Today there was a guy leaning the wrong way in the tube. It was not immediately noticeable. There was no one else sitting nearby. No other passengers to compare him to. But then I did notice that every time the carriage came to a stop, he leaned away from the direction we were moving. Very slightly. Think about it. You’re supposed to lean forward. In the direction you were moving toward. Toward the point which the weight of your body was expecting to reach. Now this guy, he leans the other way. Just slightly. As a friend of mine would put it, he has a great sense of irony. Definitely. That’s important in life. They say that Rothko, he killed himself because he met the people who bought his art. No sense of irony. Me neither I don’t have any sense of irony. I like to take things at face value. Your wife she once told me that what led to the demise of the Black Panthers, aside from the absence of trust, and a murderous governmental incarceration campaign, it was their complete lack of a sense of humor. It was only much later that I realized she meant a murderous governmental incarceration campaign is actually a lot worse than not having a sense of humor. But these ironies are lost on me. Your sister and your wife they both say so. When I tell them things I find funny, they rarely laugh. I’m not even going to mention this guy in the tube to them. I recently told them about my bathroom sink in this hotel room. Real bad design. Flat. Which meant the liquid always accumulated in the corners. Instead of flowing down the drain. You had to use your fingertips to fish out the shaved hair stubble from the corners of the sink. Or it would just lie there. Waiting. You know what’s even funnier: you had to try and propel what you spat out when you brushed your teeth towards the center of the sink. Or you’d have mounds of mucus and toothpaste. Just drying in small heaps, here and there. Hilarious. And speaking of heaps of mucus. Another thing I’ll keep to myself – this was the funniest thing in years: I saw an old couple smooching in the street the other day. How often do you see that. Teenagers, yes. Or oldies arm in arm. But here you had oldies with their tongues down each other’s throats. Right there in the pedestrian zone. Eighty years old maybe more. Couldn’t believe it. I just stood there laughing. These oldies have no sense of humor either. They pretended not to hear me. But I could tell they heard me perfectly well. So now the carriage starts moving again, and I stand up, knowing I’ll exit at the next station. You see there are things I’m less sure about. Are they funny or just poetic. Lately my eyeballs scrunch as I close my eyes. A crunching sound. Brief, almost imperceptible. The sound is a bit like high-tech mechanics when they start aging. Wearing out. A whispering scrunching sound. Funny, or lyrical? Now as I exit the carriage, I notice there’s vapor in the air as I breathe, despite the high temperatures. It’s been like this all week. Again, very odd and almost funny. In a tiny, barely noticeable kind of way. Like the guy leaning the wrong way back there. As the doors slam shut, I turn around to look for him. I want to see which direction he’s leaning in as the train departs. Before I can assess his movements, he smiles and waves. I wave, but I fail to smile back. It’s just not funny anymore.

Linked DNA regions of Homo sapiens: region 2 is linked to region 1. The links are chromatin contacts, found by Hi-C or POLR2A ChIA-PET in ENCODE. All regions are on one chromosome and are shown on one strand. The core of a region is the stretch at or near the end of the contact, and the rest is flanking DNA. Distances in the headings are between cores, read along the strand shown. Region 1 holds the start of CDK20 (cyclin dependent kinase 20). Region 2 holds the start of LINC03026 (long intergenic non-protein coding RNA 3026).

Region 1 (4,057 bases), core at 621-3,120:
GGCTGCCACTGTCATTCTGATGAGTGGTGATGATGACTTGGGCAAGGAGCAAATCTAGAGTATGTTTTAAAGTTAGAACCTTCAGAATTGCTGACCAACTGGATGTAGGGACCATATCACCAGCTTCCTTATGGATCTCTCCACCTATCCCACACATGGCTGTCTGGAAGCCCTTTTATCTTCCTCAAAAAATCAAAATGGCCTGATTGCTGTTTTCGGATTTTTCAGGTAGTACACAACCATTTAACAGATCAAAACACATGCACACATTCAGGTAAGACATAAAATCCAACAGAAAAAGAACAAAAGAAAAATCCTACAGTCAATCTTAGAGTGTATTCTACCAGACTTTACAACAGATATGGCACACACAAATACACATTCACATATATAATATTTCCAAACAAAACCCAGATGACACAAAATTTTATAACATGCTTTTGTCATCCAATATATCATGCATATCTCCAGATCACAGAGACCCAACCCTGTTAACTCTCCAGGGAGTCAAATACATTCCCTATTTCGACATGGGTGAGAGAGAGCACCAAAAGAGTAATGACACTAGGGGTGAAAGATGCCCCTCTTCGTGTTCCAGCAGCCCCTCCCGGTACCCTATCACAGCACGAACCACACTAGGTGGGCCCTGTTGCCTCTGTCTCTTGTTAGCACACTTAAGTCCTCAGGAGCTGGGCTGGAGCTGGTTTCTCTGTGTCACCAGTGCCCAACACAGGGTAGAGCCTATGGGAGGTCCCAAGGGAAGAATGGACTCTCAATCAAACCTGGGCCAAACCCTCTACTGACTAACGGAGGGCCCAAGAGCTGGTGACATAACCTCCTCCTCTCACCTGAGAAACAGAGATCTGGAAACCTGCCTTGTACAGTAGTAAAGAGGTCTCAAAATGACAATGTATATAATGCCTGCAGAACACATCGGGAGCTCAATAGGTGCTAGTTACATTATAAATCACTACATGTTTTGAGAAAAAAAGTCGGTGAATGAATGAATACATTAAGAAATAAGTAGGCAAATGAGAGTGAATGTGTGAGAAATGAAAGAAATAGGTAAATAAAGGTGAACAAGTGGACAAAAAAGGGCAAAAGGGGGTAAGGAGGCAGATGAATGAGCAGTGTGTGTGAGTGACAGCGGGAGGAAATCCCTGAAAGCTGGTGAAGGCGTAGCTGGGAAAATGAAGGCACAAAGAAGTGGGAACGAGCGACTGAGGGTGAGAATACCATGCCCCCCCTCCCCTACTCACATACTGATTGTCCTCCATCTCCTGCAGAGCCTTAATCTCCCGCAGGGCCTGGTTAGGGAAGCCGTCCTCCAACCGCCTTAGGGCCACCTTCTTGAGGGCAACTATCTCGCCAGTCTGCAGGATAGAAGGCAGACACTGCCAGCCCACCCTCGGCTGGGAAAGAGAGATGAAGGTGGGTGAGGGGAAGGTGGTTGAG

Condiment 2